Now as my old friend friend Dr. Cunningham from UVA who was a very competent Roman Catholic Theologian on the side used to say:

“…mercy and justice are always in tension. We want mercy for ourselves, and justice for the other…”

Eventually we grow a little wiser and want some mercy for the other as well; however, we can never give up the concept of justice completely. Some decisions are so revolting (like genocide) that they must rigorously opposed, some people are so broken (like serial killers, serial kidnappers, etc) that we invest enormous time and money in the criminal justice system to stop them, they are horribly corrosive to society, they must be stopped.

How do you respond?

Does your Breakfast (and your deity) make you AMAZING?

Continental breakfast

Image via Wikipedia

Un-amazing Breakfast from Creative Commons

 

 

Quaker Oatmeal has a new tag. I have to say, I love it. It just excites me. It probably won’t prompt me buy their oatmeal… I’d eighty-six porridge for eggs or coffee cake any day.

Nevertheless, I felt a sense of well-being just watching the Quaker Oats commercial. A rugged construction man, sits back, high upon a skyscraper girder.  From a thermos, he peacefully enjoys his heavily textured cooked oats . The voiceover asks, Does your breakfast make you amazing? (The build up to that was the scripted: “Rome wasn’t built in a day; and it wasn’t built on a coffee and a danish.”) Well, I think Rome was built on mead, or sambuca, but whatever.

In keeping with pop Evangelicalism, I’ll do the obvious. I’ll do the proverbial. I’ll take this inspiring tag line, and do a Christian parallel. (Isn’t it some sort of moral duty to take catch phrases, or witty wording, pilfer it, and spiritualised the thing ad nuaseam, in the name of edification, of course? I think the Biblical backing for this comes from II Leviticus 2:1, “Thou shalt copy they neighbors clever word-smithage. I am the LORD.”
Is it an epidemic religious and cultural kleptomania? Um. Yep.
And, right now, me fingerz feelz sticky, too.

So, here we go: “Does your God make you Amazing?”

Of course, this is a wildly self-centered question. I don’t even want Christians to “go there.” This is a preemptive, cut-Christian copy cats off at the pass, post. It’s meant to subvert a horrible Christian propensity, or worse, an ill-advised “evangelizing tactic”

I’m making an executive decision. I’m going to hijack the hijacking of, at least, this tagline.
Are you surprised?
BOOM. Amazing!

A basic truth: We like to be inspired to be amazing. Oh. Yes. We. Do.
We either think we’re pretty amazing already, or wish we were.

So, what about that?

AND–What breakfast, or attribute of God (or both) propels you towards “AMAZING”?

Soul, mind, and heart: Not understanding the Biblical text

Which one sounds wrong?

A. Do you have the guts?
B. Put your heart into it.
C. Make up your heart.

What is the heart?
The answer might surprise you.

In modern times, the “heart” has been called, “the feeling mind”. That sounds pretty good to me. What do you think?

A recent visitor responded to my post Is Chocolate Filling my God-shaped Hole? with the comment below (edited down). I think it would help to respond through a post, also. Now we can open up the whole thing to dialogue a bit more. Thanks for your contribution on this topic.

Visitor Response to Post–Submitted: on 2010/12/03 at 3:10 pm
The way I look at it, viewing the heart and mind as separate is extrabiblical; thus, in fact, “that thing that ‘falls in love’ or gets sentimental” *is* the mind. So the modern “follow your heart” does not connote the *opposite* of the biblical “heart,” but rather only *part* of it. Bottom line, I can’t trust my mind or my heart, or even my own spirit completely… only God is 100% trustworthy. As for filling our “voids” with things “besides” God, I try to remember that God gets the credit for all good things anyway…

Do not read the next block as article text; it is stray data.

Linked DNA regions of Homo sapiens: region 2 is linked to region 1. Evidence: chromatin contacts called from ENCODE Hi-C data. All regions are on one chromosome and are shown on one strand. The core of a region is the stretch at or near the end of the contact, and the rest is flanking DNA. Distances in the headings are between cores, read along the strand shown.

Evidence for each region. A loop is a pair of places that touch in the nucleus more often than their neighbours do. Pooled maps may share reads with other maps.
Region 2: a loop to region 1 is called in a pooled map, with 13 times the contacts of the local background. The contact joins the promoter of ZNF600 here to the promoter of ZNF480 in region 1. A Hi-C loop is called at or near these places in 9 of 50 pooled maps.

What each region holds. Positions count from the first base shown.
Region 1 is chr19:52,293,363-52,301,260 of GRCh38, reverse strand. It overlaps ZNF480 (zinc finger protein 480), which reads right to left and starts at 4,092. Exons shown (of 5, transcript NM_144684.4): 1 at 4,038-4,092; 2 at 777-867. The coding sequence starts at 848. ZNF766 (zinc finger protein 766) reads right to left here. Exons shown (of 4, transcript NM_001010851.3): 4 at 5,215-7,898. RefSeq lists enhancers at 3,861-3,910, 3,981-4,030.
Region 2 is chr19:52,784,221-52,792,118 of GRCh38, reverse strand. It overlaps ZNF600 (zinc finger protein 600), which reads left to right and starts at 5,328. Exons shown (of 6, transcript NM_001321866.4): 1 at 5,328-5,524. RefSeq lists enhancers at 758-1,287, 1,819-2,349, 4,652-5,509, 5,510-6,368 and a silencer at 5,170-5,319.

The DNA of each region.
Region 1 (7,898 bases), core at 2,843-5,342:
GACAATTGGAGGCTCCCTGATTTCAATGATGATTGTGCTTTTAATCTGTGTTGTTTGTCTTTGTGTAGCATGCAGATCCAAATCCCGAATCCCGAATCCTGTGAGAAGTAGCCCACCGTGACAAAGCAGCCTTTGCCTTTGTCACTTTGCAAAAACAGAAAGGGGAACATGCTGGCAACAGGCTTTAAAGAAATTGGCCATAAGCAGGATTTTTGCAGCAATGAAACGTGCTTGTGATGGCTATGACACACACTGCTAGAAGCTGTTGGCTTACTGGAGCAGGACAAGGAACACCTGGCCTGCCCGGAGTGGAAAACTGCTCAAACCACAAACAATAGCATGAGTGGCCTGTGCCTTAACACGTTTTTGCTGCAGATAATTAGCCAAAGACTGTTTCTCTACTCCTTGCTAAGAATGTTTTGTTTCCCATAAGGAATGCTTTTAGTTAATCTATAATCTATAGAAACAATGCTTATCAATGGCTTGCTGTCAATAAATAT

My response:
I should have also pointed out [within that post] that the Hebrew equivalent of the emotions or passions (what many now consider the “heart”) were also referred to differently than the mind (i.e. set a different category, if you will–the bowels or “guts”).
The “guts” implied connection with those qualities of emotion, and so forth.

To sum up: In the Bible, (most especially in the Old Testament)…

1. What is translated as “heart” (in the KJV and others) is closer to what we now term as “the mind”. More specifically, the individual’s command center, or the place where decisions are made– which includes the will.

2. What we may think of as “the heart” that is, passions, desires, emotions, in the Hebrew language is connected with “the guts” or “bowels” of a person. For instance, “In his guts he loved her”. Yes, it sounds awkward, at best.

Even more controversy:
THE SOUL

There is a big dissimilarity in the Hebrew vs. English renditions of the word often translated in English as “soul”. In Hebrew, it refers to the whole being. The whole person (So, no. It does not mean a ghosty thing that floats to the clouds like in Warner Brother cartoons). We can understand it in our context more this way when we say, “30 souls were lost [died] in the shipwreck.”

Hey, everyone, please, weigh in.
This post is open to opinions, thoughts, comments, or if you’re of the particular stripe…exegesis.
(Yes. That’s the BIG word of the day.)

Exegesis (EGGs -eh- Jesus) is this definition hereIt’s not a variant, or French spelling of “Eggs and Cheeses” which we may be tempted to think at first blush, right? 

"Eggs and Cheeses" (Not Exegesis)

(click photo to find its source)

Tomorrow’s post–
“Does your Breakfast (and your deity) make you AWESOME?”

Can a Person Absolve your Sins? Drum roll please…

A penitent confessing his sins in the former L...

Image via Wikipedia (confessing to another)

About 500 years ago there was this spat. At the time, having your sins forgiven was a sort of pay as you go thing. It was a bit like a toll road.

The toll booth worker was the Priest. If you bought “indulgences” the Priest could better settle up your debt with God.